Preface: The following article was written for Christian Solidarity International, “an international, Christian human rights organization, campaigning for religious liberty and human dignity, and assisting victims of religious persecution, victimized children and victims of catastrophe.”
Be sure to sign CSI’s petition urging President Obama to present during his forthcoming State of the Union Address his “administration’s policy to prevent the eradication of the endangered Christian communities and other religious minorities of the Islamic Middle East.”
When the major media reported a few months ago that Iranian Pastor Yousef Nadarkhani was set to be executed for leaving Islam, many Western people were shocked, finding it hard to believe that in the 21st century people are still being persecuted—by their governments no less—simply for being Christian.
The fact is, Muslim persecution of Christians in the modern era has been consistently growing worse. Yet, because only one out of every few hundred or so cases ever receives major attention, few in the West have any idea that it exists.
For instance, around the same time that the case of Pastor Nadarkhani made headlines, 129 Christians in Sudan were imprisoned, and one in Somalia was beheaded—like the pastor, simply for converting to Christianity.
Dozens of other documented cases of persecution were occurring at the same time, none of which received much media attention. These include Christians imprisoned, tortured, and killed for allegedly “blaspheming” Islam; Christian girls abducted and raped because they are “infidels”; churches burned, Bibles confiscated, and crucifixes destroyed—and in one instance, a Christian boy killed for refusing to conceal his crucifix.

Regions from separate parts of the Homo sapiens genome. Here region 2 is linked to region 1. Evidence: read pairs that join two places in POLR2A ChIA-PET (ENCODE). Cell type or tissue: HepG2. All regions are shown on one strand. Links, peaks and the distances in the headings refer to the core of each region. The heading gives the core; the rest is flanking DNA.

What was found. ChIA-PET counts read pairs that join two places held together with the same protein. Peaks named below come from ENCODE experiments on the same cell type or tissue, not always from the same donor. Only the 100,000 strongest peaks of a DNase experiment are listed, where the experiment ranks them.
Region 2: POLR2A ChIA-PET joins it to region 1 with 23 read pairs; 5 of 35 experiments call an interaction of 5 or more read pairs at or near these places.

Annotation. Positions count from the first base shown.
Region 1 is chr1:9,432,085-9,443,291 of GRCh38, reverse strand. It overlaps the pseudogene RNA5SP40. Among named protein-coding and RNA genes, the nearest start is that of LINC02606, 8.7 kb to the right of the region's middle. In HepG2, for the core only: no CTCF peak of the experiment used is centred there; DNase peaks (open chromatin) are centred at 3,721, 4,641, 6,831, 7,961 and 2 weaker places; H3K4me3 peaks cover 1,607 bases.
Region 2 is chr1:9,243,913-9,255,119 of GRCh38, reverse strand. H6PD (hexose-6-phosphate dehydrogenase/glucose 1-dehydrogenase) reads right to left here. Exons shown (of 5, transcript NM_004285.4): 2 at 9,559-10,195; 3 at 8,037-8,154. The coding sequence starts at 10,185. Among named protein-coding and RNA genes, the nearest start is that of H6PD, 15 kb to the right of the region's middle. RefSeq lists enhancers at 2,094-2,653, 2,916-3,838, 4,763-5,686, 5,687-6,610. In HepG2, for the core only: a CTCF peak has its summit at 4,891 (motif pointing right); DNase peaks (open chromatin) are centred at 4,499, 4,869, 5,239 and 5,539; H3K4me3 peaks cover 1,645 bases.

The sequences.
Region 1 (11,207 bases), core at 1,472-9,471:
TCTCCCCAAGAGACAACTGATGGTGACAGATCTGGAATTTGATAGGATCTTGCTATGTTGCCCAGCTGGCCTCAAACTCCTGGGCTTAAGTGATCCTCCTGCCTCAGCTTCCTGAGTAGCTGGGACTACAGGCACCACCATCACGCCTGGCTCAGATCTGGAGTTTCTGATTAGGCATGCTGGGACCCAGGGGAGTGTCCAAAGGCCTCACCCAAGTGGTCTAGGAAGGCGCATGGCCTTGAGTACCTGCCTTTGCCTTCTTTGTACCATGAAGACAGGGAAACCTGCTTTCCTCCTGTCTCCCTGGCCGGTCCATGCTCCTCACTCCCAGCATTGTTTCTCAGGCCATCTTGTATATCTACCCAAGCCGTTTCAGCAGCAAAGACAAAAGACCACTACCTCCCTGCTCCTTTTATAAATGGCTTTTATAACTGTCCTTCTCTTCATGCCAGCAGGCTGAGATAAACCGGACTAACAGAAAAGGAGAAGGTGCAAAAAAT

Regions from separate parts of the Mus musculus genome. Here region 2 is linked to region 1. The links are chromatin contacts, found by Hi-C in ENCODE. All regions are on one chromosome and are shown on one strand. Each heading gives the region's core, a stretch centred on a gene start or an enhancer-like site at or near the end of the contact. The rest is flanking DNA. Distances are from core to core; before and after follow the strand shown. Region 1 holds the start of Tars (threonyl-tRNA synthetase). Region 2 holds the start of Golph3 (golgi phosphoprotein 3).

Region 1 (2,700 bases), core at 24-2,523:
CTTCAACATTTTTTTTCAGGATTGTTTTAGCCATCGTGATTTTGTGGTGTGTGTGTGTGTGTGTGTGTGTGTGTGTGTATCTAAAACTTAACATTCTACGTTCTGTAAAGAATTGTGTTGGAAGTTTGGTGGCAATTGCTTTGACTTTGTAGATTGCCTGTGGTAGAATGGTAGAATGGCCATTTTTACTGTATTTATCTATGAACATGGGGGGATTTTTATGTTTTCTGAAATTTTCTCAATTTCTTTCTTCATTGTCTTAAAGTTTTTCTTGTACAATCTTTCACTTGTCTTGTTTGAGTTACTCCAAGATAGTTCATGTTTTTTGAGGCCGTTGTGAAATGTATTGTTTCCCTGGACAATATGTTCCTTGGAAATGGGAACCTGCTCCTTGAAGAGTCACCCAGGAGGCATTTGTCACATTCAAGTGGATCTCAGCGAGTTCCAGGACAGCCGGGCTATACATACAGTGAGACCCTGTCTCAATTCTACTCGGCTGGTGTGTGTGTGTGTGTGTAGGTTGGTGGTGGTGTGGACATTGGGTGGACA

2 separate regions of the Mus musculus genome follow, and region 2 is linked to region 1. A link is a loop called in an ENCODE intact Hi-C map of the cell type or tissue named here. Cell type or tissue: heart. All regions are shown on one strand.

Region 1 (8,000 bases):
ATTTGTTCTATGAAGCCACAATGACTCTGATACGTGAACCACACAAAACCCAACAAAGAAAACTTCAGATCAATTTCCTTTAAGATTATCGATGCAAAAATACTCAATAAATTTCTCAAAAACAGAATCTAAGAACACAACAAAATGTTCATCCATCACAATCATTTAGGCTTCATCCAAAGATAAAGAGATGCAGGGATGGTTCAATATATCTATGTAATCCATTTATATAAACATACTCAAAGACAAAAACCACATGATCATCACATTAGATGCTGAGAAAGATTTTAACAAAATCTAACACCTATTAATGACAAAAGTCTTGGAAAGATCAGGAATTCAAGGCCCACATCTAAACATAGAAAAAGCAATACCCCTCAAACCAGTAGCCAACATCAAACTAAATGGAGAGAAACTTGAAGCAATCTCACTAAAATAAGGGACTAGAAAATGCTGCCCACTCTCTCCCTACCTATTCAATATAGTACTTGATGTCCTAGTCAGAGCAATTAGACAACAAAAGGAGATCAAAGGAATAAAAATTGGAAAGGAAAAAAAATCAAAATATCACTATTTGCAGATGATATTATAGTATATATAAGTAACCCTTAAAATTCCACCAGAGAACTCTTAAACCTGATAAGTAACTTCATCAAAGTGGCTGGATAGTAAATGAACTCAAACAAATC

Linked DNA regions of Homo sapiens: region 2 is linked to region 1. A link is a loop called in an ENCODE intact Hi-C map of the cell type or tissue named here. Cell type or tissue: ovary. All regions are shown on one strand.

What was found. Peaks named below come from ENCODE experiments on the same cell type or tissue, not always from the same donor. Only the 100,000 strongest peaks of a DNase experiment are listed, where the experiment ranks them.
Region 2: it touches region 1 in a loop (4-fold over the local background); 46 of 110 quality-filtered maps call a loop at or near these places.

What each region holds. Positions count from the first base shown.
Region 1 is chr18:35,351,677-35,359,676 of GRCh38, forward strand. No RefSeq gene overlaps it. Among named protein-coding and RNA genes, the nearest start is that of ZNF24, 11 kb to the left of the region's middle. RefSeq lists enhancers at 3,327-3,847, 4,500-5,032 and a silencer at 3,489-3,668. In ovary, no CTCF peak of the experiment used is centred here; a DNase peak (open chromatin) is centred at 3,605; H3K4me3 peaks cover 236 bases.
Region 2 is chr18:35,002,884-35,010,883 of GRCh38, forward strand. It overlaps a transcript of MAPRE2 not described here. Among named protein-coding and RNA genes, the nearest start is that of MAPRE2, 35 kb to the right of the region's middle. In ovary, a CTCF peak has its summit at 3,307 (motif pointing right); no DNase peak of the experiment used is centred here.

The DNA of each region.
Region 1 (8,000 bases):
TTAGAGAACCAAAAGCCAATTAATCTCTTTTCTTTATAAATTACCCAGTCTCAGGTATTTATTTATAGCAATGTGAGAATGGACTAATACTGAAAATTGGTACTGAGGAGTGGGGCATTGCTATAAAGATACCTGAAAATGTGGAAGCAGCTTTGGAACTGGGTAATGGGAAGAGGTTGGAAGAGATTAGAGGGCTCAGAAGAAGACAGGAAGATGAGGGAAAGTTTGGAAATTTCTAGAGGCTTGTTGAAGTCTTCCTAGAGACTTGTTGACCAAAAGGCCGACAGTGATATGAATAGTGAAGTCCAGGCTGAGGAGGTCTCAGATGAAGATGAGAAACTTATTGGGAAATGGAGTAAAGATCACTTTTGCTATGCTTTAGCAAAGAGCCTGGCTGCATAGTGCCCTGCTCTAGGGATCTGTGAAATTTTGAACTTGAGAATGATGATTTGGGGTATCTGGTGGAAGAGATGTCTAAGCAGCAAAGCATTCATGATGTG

To anyone familiar with Islam’s history and traditional teachings, none of this is surprising. Instead, all of these accounts demonstrate 14 centuries of continuity. With Islam’s resurgence and the concomitant upsurge of anti-Christian violence, however, the very existence of Christian and other non-Muslim communities is under threat. The process of religious cleansing could lead to their eradication within a generation [see CSI’s Genocide Warning].
So why is there such a lack of awareness concerning this matter in the otherwise “humanitarian” West?
One reason has to do with recent history. During the colonial era and into the mid 20th century, when Western influence in the Muslim world was strong, Christian persecution was markedly subdued. Because of the lull in persecution, generations of Westerners came to see events closer to their time as more representative of reality. They tended to overlook the historic and doctrinal roots of Christian persecution under Islam, and thus failed to comprehend what is otherwise so obvious.
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